But... since you are just beginning, it is probably not best to be dabbing in all these advanced techniques. You will learn all of these overtime if you just choose a simple game and try to design it. Like Pong, Breakout, or Tic-Tac-Toe (Noughts & Crosses). It will be a lot more valuable than a bunch of people talking in tutorials and you'll probably learn plenty too.

Offline sproingie

JGO Kernel


Medals: 202



« Reply #2 - Posted 2012-09-08 17:01:13 »

What the previous poster said: experience is the best teacher.  Beyond very expensive textbooks, there's not a lot out there that covers design aspects, but one I can recommend is Head First Design Patterns which is a somewhat more modernized and streamlined take on the original.  One thing I really need to stress about design patterns is that they are descriptive, not prescriptive.  As in, they're about naming and cataloging existing best practices, but you don't want to force your program to use them if they're not an obvious natural fit.  Nothing's worse than seeing a program unnecessarily blown up to use Facades of Factories of Strategies of Visitors of blahdeblah etc ad nauseum.  But a program that uses patterns properly can be a thing of beauty.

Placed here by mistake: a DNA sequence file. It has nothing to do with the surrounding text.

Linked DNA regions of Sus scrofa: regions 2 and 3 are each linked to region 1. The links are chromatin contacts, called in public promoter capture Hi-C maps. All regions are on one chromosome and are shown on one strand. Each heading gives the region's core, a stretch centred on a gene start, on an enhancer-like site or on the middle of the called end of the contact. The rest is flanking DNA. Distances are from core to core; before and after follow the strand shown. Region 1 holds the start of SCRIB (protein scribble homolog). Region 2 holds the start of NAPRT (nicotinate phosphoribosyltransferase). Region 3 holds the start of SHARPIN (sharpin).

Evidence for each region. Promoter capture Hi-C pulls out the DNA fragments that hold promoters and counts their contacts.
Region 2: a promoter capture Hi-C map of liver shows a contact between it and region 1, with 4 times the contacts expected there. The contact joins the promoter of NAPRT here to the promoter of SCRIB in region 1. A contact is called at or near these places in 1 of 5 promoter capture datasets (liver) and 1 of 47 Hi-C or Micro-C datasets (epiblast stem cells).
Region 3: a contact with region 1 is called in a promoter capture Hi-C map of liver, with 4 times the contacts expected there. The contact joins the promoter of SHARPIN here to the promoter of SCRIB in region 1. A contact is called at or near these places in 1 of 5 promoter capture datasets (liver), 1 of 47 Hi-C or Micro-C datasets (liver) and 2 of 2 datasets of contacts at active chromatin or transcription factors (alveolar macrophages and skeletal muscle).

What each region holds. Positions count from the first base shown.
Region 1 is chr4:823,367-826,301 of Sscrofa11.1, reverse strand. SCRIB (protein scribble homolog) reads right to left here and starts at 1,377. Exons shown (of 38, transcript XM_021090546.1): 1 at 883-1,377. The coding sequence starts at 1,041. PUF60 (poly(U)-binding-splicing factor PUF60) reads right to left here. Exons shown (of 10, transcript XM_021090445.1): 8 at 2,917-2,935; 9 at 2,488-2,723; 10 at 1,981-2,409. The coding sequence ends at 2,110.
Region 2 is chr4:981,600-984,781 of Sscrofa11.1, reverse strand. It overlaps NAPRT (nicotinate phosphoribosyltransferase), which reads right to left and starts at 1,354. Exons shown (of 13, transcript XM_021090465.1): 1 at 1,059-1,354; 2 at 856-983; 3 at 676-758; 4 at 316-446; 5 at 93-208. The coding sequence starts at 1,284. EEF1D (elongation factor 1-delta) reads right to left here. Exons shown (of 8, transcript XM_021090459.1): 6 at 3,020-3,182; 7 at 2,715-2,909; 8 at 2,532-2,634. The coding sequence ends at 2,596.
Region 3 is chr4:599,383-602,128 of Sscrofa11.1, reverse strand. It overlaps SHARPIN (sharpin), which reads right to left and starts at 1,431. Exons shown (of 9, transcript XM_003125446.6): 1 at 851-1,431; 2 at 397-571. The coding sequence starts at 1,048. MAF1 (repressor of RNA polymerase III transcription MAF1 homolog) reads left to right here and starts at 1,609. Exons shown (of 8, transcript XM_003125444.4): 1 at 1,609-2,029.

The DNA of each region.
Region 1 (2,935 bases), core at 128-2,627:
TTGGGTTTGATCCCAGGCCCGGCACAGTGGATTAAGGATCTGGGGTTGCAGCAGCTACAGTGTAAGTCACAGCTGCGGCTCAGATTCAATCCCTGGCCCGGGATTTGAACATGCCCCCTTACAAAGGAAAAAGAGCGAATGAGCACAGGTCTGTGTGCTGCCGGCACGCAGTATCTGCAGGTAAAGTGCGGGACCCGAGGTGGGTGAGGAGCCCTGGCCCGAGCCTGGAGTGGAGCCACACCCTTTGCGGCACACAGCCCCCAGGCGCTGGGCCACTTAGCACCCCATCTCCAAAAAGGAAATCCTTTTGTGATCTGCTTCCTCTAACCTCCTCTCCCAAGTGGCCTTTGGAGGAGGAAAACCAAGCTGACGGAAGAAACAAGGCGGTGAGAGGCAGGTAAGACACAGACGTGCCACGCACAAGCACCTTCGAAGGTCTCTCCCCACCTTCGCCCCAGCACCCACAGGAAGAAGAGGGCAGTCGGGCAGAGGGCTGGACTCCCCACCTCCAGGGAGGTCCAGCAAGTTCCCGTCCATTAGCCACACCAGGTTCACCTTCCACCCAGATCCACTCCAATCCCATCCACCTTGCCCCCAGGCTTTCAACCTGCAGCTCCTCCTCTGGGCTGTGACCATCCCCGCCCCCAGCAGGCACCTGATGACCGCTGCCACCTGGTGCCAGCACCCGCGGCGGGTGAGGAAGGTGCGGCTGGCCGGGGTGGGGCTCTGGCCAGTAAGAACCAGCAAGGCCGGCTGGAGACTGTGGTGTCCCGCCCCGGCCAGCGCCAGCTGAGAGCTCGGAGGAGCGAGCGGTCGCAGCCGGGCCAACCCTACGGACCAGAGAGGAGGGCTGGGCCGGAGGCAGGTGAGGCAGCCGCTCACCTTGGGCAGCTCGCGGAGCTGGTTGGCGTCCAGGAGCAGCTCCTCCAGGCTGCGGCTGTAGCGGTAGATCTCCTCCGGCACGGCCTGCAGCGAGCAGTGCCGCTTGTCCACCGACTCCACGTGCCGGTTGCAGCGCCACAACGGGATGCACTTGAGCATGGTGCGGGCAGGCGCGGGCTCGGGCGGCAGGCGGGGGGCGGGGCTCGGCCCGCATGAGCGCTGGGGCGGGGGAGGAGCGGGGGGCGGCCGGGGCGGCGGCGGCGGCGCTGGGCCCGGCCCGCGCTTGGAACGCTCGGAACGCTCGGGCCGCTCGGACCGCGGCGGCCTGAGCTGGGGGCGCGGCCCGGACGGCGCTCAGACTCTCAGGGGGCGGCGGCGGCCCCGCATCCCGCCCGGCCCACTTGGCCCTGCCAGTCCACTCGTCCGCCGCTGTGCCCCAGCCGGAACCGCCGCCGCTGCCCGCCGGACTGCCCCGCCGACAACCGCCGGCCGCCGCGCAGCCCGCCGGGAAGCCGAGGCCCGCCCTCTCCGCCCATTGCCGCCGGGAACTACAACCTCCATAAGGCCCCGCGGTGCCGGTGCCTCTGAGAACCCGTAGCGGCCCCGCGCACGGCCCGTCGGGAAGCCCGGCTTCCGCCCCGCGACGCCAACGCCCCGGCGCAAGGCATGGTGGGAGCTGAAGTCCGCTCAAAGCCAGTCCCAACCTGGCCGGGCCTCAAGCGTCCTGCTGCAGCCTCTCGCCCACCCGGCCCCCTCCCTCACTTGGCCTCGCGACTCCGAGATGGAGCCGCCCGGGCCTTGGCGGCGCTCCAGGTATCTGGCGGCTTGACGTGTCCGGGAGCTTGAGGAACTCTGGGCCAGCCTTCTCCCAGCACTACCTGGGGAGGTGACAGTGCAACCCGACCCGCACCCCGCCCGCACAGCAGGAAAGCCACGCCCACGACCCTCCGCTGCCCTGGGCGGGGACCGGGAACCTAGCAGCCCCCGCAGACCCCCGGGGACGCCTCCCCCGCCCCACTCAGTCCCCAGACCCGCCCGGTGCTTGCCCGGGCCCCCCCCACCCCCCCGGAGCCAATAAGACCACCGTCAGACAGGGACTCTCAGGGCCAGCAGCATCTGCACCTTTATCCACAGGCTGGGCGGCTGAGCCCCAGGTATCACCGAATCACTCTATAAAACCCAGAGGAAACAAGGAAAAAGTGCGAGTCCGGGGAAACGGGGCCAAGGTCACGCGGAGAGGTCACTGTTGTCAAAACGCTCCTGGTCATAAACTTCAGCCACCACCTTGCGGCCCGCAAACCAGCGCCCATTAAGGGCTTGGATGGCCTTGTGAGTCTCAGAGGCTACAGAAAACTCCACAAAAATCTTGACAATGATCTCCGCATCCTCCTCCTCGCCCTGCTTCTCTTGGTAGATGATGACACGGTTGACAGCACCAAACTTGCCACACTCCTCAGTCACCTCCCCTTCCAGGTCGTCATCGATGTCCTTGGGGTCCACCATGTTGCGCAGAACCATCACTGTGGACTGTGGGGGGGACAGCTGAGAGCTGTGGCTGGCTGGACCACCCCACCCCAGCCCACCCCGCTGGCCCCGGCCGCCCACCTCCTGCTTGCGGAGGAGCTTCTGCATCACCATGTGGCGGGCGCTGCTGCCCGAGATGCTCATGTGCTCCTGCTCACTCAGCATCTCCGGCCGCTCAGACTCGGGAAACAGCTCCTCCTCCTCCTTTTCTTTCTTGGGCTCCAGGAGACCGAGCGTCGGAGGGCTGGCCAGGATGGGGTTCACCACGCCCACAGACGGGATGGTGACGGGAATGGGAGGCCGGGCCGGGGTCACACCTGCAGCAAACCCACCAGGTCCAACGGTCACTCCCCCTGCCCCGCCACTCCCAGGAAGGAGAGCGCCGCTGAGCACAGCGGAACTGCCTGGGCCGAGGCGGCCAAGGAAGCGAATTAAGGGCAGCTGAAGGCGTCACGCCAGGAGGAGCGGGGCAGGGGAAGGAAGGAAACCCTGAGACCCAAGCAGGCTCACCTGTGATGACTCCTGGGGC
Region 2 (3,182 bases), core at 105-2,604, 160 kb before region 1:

Another really biblical text in the design area is Bertrand Meyer's Object-Oriented Software Construction.  Meyer loves to explain everything in terms of Eiffel, a language that frankly only continues to exist for Meyer's books and papers, but most of the ideas in there should apply to any language.

What little theory OO has to offer is worth reviewing, and two in particular are:

  • Law of Demeter - Only talk to your "neighbor" interfaces
  • Liskov Substitution Principle - The difference between subtypes and subclasses
     (but remember that a subclass may add interfaces, so don't take it too strictly)


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Offline ra4king

JGO Kernel


Medals: 342
Projects: 2
Exp: 5 years


I'm the King!


« Reply #3 - Posted 2012-09-08 20:07:02 »